14 May 2018

Peace Corps Week 2018: Home

I wrote this in response to the 2018 Peace Corps Week theme of “Home.” Companion photos for this story are available on Instagram: @learningaboutrice
On the wall of my childhood home, the one between the dining room and the kitchen, hung a decorative touch of my mother’s. It was a quaint wooden piece, featuring hearts and the familiar expression, Home is Where the Heart Is…

Something I did not expect as a result of my Peace Corps service was a heart, drawn and quartered, between different corners of the globe. Throughout my first – and so far, only – year back in the States, immediately after my service in Ethiopia, I was overcome with an inextinguishable longing for what I had left back in Bekoji.
Following a rather tumultuous order of personal life events, I decided to pack my bags and go back, first to Ethiopia for three weeks, then onto Kenya for at least a month, but with a clear schedule and an open heart.
I was going, in part because I missed it so damn much, but also to follow-up on a baseball program* that I and my site mate got going in our town, about 6 months before I’d finished my service. I had an open invitation to Kenya to participate in baseball teaching activities there, so I figured I’d take that up and “swing” through Ethiopia on the way.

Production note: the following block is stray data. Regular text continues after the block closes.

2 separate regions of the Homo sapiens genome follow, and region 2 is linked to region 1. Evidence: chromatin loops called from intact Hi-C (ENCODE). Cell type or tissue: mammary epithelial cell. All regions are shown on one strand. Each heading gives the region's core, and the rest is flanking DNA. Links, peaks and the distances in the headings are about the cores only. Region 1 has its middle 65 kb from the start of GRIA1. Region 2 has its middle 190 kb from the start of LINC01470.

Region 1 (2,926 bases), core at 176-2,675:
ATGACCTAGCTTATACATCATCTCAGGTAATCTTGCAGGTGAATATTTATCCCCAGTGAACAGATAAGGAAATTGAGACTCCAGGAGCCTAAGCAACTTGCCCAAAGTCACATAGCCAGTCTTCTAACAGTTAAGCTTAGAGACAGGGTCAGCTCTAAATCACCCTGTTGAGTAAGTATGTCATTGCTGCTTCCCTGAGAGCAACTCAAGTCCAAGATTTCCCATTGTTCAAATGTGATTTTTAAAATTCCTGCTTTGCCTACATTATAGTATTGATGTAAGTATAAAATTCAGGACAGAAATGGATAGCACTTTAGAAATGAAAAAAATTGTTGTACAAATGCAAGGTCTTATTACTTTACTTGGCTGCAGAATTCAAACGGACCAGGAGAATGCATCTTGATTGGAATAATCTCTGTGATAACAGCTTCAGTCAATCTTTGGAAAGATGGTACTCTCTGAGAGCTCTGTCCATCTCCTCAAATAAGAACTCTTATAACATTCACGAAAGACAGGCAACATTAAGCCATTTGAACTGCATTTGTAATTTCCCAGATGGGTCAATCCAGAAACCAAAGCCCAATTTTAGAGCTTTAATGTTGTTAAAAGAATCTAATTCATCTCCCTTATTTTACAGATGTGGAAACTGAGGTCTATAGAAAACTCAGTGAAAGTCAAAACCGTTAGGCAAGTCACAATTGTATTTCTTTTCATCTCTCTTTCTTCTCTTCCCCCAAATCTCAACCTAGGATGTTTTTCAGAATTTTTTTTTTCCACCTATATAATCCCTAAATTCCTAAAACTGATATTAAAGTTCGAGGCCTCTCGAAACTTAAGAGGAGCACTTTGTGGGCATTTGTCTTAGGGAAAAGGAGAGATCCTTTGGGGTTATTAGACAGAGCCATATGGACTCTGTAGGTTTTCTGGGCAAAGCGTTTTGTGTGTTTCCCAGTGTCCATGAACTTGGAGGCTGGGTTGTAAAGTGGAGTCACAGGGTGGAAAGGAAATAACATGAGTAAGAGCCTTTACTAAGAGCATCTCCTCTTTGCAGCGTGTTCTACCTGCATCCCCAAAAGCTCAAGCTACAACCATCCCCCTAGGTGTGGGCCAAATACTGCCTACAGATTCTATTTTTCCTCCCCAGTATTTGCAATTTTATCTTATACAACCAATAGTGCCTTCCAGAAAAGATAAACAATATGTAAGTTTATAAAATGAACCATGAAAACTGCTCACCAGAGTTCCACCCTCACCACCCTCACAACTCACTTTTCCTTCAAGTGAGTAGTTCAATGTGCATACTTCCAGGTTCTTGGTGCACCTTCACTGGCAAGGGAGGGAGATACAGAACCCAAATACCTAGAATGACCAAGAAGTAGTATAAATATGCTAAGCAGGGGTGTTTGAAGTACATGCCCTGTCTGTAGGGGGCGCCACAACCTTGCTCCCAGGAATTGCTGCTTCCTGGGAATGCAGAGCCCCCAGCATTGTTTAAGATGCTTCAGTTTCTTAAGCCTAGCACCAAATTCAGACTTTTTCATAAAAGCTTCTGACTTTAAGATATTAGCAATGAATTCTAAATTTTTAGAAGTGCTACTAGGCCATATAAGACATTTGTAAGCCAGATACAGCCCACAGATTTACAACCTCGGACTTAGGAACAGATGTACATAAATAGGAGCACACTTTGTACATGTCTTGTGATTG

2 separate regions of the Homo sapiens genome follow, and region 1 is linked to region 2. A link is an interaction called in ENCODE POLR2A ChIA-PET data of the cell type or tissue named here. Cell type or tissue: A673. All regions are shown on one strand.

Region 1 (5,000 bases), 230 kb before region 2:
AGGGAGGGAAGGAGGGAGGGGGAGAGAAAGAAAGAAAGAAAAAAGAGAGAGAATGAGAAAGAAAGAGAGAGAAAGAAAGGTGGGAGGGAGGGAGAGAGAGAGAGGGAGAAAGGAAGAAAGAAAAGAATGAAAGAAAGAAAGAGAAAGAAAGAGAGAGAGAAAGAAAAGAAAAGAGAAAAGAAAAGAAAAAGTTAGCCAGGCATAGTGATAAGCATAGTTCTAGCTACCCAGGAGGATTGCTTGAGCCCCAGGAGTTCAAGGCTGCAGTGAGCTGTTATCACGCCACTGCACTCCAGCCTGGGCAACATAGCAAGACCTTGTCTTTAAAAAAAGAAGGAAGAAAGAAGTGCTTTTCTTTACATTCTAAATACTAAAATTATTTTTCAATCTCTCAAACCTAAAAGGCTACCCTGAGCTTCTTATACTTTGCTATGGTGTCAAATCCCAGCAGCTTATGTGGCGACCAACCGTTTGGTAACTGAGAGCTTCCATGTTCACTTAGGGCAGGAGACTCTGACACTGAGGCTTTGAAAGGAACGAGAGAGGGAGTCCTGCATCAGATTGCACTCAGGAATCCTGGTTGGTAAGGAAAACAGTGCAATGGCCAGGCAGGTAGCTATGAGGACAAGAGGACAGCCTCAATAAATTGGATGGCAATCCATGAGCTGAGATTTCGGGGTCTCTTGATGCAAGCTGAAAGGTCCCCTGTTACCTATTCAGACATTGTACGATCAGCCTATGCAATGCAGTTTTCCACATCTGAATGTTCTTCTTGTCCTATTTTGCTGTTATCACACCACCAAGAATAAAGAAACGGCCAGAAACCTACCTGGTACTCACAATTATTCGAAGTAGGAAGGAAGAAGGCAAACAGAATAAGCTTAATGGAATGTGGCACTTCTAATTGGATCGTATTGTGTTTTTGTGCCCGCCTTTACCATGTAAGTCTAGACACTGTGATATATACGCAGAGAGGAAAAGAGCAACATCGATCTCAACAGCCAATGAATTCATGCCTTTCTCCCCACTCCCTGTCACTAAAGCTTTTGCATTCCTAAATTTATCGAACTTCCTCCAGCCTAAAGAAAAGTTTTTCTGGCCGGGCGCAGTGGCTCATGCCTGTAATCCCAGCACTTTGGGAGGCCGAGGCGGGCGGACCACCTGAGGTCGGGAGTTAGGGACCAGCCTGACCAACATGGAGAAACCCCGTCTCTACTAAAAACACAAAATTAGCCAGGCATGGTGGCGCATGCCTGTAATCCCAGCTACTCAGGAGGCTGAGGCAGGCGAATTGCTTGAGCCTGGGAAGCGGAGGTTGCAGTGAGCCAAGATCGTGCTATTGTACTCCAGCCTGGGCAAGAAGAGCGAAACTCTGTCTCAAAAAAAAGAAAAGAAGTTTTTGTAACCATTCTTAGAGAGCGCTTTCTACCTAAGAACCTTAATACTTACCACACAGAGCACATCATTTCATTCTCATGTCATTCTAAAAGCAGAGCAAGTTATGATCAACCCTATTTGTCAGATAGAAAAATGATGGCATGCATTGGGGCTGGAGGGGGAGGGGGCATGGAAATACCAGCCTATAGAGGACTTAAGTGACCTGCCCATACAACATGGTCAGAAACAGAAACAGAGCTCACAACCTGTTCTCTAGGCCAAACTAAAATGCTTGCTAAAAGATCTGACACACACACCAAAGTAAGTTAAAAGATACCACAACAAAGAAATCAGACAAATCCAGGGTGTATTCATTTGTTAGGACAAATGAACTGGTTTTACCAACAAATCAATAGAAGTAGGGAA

I was greeted at the airport by Foad, one of my “host brothers” – the son of the landlord on whose property I lived for two years. He was one of my closest friends throughout my service – a true brother, who spent my final, emotional moments with me in Addis and saw me off to the States in 2014.
Foad helped me to a cab that whisked me off to Forrest’s house, on the other side of town. Forrest and I became friends mostly through working on the Peace Corps Ethiopia website together. He had extended his time by working in an extension position with the Peace Corps office in Addis. He welcomed me into his home in typical Peace Corps fashion and hosts me for the night.
In Peace Corps, your fellow Volunteers become your brothers and sisters in a way. For in treating each other as family, we foster a network of support for what is often a very challenging two years. Of those challenges, traveling, in and of itself, and doing so in a budget can be incredibly stressful endeavors. Having a friendly floor – or in some lucky cases, an extra bed – to spend the night upon helps make it all a little easier, and pretty much all of us opened our doors to our PC kin.